The constant flow of tragedies in 2016 has come with the usual efforts of brands attempting to insert themselves into the discussion. It’s almost become expected of people to give some input on victims of terrible events and fallen icons of the past through their social media, and businesses focused on social selling are no strangers to taking part. However, there is a very fine line that must be walked and oftentimes what some brands may find to be a fitting tribute has actually crossed into tasteless self promotion and is now an arena for public ridicule.

There seems to have been so many poor attempts throughout 2016 of this tactic that the most recent commemoration, the passing of actor Gene Wilder was given a quite dignified response by the big brand names, with the object of ridicule being a bizarre tribute by professional surfer Kelly Slater .

Many of the Wilder tributes came in the form of tweets that understated the brand, simple tributes to a man who brought joy to millions. The most obvious connection of his iconic role as Willy Wonka and its obvious connection to candy being acknowledged by brands such as Godiva, who simply tweeted “Thank you Gene Wilder for making chocolate truly magical, the original Willy Wonka”. No hashtags no branding, just a recognition of the man and his passing.


That is how it’s done. In today’s marketing brands are so concerned with engaging users and being a part of the cultural zeitgeist, that they will latch themselves onto the latest trending topic and the numbers associated with it, without taking a moment to reflect on what they are saying and how it will be perceived by a sensitive public that won’t hesitate to rake a tone-deaf attempt through the coals.

Two of these examples can be found in responses to the passing of Prince and David Bowie earlier in the year. When Prince passed, Cheerios responded by very likely dusting off a template for such occasions and tweeted “Rest in peace” over a purple background, with the I in “in” dotted with a Cheerio, with the message simply “#prince”. From the bubble of the General Mills marketing department, this seemed like a fine way to take part in the flood of tributes pouring out at the time, but that’s not what the public felt. The tweet was widely ridiculed as a crude cash in, forcing the brand to delete the tweet and issue a statement.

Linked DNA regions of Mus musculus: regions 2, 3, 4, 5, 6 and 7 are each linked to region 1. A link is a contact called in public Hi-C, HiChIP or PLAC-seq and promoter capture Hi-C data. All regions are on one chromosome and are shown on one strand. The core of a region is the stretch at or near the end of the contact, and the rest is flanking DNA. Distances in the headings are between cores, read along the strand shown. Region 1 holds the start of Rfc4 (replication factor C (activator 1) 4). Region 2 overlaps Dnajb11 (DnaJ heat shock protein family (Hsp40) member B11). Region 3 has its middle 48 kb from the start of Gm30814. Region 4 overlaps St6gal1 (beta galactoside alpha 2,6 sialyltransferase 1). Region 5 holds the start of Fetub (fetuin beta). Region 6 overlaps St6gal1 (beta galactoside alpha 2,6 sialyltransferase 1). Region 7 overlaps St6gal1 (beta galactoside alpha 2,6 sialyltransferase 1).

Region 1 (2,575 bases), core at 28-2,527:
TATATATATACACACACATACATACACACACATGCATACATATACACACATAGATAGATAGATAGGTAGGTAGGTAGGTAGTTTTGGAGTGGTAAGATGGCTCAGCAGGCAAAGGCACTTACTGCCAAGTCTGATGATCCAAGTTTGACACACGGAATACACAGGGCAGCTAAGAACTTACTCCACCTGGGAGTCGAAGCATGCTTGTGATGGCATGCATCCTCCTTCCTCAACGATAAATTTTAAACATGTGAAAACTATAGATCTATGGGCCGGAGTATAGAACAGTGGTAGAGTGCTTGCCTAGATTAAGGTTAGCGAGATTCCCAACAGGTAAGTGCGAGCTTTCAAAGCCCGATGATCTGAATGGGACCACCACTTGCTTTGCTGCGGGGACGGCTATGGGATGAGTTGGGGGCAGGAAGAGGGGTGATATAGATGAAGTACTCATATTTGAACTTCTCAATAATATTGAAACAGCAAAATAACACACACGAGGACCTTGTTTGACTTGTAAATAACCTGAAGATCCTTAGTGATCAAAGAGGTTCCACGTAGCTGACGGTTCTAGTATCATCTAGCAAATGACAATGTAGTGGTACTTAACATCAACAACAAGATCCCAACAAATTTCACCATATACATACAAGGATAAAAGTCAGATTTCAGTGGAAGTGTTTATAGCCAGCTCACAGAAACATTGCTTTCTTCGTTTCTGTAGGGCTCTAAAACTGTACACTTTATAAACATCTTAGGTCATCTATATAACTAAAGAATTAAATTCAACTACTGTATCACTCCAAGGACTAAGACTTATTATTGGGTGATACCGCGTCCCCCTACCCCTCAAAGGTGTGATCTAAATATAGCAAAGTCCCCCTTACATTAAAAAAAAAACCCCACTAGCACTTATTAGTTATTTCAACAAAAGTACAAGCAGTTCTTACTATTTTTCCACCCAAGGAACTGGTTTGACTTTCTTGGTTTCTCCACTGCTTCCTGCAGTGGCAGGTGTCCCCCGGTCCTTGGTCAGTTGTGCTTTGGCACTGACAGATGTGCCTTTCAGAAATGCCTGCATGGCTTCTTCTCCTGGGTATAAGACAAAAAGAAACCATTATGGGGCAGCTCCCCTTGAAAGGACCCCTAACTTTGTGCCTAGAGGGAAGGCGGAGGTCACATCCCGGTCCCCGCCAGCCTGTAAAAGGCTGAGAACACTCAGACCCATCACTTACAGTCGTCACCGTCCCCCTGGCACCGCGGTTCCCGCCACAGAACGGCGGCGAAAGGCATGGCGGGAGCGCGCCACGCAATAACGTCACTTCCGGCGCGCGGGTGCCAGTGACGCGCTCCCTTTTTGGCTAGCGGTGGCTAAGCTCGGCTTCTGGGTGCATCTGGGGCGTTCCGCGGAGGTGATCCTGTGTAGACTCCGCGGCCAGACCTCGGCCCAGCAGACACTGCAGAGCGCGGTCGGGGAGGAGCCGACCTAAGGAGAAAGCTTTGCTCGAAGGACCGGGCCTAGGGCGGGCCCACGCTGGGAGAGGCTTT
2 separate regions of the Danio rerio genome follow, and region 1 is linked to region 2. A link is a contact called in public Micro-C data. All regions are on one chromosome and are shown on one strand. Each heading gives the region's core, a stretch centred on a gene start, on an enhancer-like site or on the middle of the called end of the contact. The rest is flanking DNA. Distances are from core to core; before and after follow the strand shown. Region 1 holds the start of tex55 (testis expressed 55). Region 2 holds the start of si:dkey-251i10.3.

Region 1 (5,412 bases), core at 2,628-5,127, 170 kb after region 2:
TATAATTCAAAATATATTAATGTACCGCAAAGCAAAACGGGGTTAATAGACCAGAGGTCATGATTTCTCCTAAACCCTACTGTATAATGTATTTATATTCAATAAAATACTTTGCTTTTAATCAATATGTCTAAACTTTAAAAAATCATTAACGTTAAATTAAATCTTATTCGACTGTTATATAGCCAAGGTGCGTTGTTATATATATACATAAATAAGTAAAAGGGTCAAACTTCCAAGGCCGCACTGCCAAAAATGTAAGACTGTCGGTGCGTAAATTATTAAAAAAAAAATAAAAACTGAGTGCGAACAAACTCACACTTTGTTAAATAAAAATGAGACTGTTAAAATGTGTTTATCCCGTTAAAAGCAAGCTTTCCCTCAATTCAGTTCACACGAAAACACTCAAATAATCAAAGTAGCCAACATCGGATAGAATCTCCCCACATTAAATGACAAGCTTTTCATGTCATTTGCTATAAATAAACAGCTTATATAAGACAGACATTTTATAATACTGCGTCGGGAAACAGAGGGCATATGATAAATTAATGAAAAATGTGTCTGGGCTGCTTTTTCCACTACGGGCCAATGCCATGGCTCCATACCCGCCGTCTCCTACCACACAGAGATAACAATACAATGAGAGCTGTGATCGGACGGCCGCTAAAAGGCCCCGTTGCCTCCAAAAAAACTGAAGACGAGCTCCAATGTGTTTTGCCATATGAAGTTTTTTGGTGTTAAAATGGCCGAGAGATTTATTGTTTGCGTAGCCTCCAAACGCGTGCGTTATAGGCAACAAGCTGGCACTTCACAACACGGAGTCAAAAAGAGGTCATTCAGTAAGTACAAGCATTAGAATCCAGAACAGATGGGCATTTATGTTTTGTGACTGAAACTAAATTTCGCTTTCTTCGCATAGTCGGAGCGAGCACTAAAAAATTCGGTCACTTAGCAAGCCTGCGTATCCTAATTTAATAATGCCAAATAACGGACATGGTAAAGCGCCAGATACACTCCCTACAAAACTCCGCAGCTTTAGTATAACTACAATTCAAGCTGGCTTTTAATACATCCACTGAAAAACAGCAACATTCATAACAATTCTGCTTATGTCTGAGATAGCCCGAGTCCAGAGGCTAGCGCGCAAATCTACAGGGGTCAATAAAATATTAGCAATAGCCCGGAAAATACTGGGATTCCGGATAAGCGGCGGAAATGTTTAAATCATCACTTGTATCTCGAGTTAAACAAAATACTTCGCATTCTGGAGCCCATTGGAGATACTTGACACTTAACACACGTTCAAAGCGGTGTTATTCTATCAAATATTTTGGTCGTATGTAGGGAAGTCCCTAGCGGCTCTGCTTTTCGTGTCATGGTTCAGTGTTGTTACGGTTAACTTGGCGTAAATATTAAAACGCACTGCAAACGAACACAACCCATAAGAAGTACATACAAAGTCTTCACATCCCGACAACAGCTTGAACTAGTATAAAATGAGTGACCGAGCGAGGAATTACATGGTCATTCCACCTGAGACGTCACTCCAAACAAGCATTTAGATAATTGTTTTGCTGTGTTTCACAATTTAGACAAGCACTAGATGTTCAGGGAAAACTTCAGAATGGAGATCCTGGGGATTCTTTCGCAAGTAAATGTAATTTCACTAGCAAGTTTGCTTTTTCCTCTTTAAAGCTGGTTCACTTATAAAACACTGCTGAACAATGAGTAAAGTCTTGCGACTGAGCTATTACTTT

The shoe company Crocs fell into the same hole only weeks before, after the passing of David Bowie. Following the same logic, they simply edited Bowie’s signature lightning bolt over an image of one of their white signature shoes with the message, “Your magic will be missed, but your inspiration lives forever #DavidBowie”. The same public response followed, with most incredulous as to why Crocs, a shoemaker that focuses on a very utilitarian product, would associate themselves with someone who would never have any part of them if alive.




Contrast this to Chevrolet’s response to Prince’s death. An image of their red Corvette, an image almost synonymous with Prince, with the re imagined lyric of “Baby, that was much too fast” and 1958-2016. A fitting tribute from a brand that already had a strong association with the artist, and was commended as such by the public. Similar to the efforts by Godiva, and executed in an even better fashion, Chevrolet were able to toe that line.




In all honesty these social media efforts do very little to move the needle in terms of sales. It’s an effort to stay in the public consciousness, but when they enter too much into the hive mind of a fickle public, particularly on political or other divisive issues, most digital sellers find them to be more trouble than benefit. You have to learn to not force anything, or at least create the appearance of doing so, and allowing the opportunity to come to you. Make sure that you are providing a clever take that will bring in users, such as Oreo’s famous “You can still dunk in the dark” tweet during the much more Superbowl blackout in 2013, one of the earliest examples of taking advantage of an opportunity to insert themselves into the conversation.




Above all, take a serious look at the environment you are posting in and what the topic is truly about. This resulted in perhaps the worst offense of this nature, pizza company Digiorno inserting itself into a discussion on domestic abuse by responding to the trending topic of “#WhyIStayed” with the response “You had pizza”.

You can’t just rely on common sense in this process, it has already failed a countess number of times. Create a list of brand guidelines that will prevent your social media marketers from embarrassing themselves and your business. Resist the temptation of the numbers and create a standard to build your brand in the image of what you want it to be, not of one warped by trends.

Godiva, Cheerios, Crocs, Chevrolet and Digiorno are all established brands. The good helped and the bad was eventually put aside. Small up and coming business aren’t granted the same luxury.


Terrence Smith

Terrence Smith

Terrence has previously written articles for Basketball Ireland, Creative Loafing and Hot Press. He is currently a content writer for Connectors Marketplace.


Terrence Smith

Posted by Terrence Smith

Terrence has previously written articles for Basketball Ireland, Creative Loafing and Hot Press. He is currently a content writer for Connectors Marketplace.

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